By allowing ads to appear on this site, you support the local businesses who, in turn, support great journalism.
GB drinking water safe
Water system soon to be in compliance
water testing
Great Bend officials want residents to know their drinking water is safe. Letters went out regarding the city being out of compliance with state water testing requirements.

There are two things Great Bend City Administrator Kendal Francis wants residents to know about the letter they received regarding the city’s failure to meet water monitoring requirements for 2020. First, the water is safe to drink, and second, steps are being taken to see this oversight doesn’t happen again.

“There was no risk to the water system due to this incident,” he said. “We are scheduled to sample in April which will place us back into compliance.”

Francis told the City Council Monday night the city tests water regularly for nitrates at its nine wells as mandated by the Kansas Department of Health and Environment. “And we performed the test as required.”

The sample bottles were sent to the KDHE laboratory. “But, for whatever reason, the KDHE did not receive one of the samples,” he said.

Ward 2 Councilwoman Jolene Biggs said she’d received calls from people concerned about the letter and who wanted to make sure such issues would be caught in the future. “Somebody should have been on top of that.”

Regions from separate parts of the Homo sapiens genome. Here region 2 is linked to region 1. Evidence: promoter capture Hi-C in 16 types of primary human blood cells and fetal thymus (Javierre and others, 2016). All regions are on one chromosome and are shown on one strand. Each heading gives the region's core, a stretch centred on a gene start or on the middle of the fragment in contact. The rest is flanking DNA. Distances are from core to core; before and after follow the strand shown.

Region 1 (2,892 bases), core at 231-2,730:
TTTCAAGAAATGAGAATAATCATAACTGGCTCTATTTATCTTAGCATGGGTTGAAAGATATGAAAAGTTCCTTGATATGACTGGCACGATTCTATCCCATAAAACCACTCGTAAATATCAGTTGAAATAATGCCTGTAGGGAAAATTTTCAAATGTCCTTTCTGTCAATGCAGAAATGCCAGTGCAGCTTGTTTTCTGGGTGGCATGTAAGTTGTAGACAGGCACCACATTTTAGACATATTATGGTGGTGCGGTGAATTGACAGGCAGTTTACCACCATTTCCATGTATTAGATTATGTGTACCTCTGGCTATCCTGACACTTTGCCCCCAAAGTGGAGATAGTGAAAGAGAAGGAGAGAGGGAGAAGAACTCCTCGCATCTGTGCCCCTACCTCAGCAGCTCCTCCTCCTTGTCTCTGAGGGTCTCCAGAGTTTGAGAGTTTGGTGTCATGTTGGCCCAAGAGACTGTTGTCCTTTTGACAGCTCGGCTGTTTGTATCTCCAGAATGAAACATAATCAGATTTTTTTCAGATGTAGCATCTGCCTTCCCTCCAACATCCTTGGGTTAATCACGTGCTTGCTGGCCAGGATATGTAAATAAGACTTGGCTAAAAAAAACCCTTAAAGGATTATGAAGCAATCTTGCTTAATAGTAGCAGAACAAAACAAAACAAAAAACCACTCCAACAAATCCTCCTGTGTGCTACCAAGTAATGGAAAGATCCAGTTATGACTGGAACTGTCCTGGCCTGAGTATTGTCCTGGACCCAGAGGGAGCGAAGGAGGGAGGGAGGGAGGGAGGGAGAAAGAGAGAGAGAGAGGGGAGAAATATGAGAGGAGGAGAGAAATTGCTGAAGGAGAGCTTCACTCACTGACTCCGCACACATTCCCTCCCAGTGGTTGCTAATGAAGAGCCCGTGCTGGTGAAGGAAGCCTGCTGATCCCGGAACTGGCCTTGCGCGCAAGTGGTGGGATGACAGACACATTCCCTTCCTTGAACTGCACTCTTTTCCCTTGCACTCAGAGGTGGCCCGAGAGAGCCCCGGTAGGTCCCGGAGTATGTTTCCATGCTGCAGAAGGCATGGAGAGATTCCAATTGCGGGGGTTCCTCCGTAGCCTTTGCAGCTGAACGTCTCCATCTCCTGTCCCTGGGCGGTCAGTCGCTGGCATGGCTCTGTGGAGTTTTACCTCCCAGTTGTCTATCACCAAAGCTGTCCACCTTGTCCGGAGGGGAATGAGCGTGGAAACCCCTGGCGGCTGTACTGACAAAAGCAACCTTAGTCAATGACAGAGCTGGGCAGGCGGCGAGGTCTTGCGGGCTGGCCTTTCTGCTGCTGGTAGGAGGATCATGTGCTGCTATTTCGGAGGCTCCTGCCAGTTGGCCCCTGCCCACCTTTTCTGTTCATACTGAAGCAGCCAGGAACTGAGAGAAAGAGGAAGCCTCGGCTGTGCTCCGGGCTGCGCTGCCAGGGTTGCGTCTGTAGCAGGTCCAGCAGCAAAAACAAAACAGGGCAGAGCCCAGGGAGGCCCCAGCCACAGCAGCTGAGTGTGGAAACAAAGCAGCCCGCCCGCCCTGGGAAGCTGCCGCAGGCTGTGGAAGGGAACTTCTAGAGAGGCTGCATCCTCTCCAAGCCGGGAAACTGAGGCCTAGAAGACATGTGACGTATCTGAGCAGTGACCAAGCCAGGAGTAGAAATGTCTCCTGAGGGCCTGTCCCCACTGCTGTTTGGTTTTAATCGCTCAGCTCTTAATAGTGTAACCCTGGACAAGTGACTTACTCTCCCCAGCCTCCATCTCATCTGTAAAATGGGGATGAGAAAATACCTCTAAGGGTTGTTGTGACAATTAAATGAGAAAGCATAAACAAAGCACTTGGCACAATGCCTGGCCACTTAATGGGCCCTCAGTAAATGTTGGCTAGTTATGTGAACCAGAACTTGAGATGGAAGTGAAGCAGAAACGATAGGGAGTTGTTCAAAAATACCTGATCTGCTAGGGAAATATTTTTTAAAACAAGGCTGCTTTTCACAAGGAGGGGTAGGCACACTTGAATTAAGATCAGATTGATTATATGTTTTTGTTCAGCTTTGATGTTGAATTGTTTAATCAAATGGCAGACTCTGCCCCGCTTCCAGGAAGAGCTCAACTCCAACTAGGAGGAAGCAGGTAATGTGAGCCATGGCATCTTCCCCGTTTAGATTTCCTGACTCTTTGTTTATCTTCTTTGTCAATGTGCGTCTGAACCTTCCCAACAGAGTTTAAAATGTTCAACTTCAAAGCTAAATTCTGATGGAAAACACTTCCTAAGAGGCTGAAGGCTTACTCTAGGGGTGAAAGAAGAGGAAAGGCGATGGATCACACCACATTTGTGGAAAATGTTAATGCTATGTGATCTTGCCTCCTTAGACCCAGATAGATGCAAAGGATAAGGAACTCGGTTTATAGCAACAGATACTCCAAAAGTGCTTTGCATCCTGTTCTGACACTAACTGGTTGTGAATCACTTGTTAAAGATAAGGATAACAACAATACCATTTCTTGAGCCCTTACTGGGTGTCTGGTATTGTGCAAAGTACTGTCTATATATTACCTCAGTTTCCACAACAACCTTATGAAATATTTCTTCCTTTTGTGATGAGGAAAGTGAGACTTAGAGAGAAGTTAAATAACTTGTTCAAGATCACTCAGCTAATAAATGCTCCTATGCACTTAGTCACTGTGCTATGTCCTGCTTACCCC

How did this happen?

A letter from the state asked the city to re-sample yet did not come with additional bottles for that purpose, Francis said. City staff overlooked the need to contact the state for the bottles, so a new sample was not obtained and the city fell into noncompliance.

“We were notified that the sample was not received, and therefore rejected,” Francis said. Typically, KDHE has sent a re-sample bottle. 

“That’s kind of how protocol has always been,” he said. “That didn’t occur.”

Francis said it now falls on the city to request the re-sample bottle. “So, maybe it was a little misunderstanding on our part.”

This created a secondary violation. And because of that, the city was required to mail the public notices.

On the bright side, Francis said there are no concerns with drinking water.

“Please know that it continues to remain safe to drink.”

Biggs seemed somewhat relieved, but secondary violation or not, people still worry. “In their minds, they’re not sure it is safe.”

“As far as how we change that moving forward, I think some of it’s just education on our part,” Francis said. The city now understands that KDHE is no longer just automatically asking for the re-samples, and that the city has to put forth the effort.

This incident occurred several months ago, Francis said, noting he wonders why it takes the state so long to make such notifications. “It does create a little bit of false fear. It puts doubt in citizens’ minds well after the fact.”

The bottom line, he said, “I think the whole thing was a learning activity for our staff.”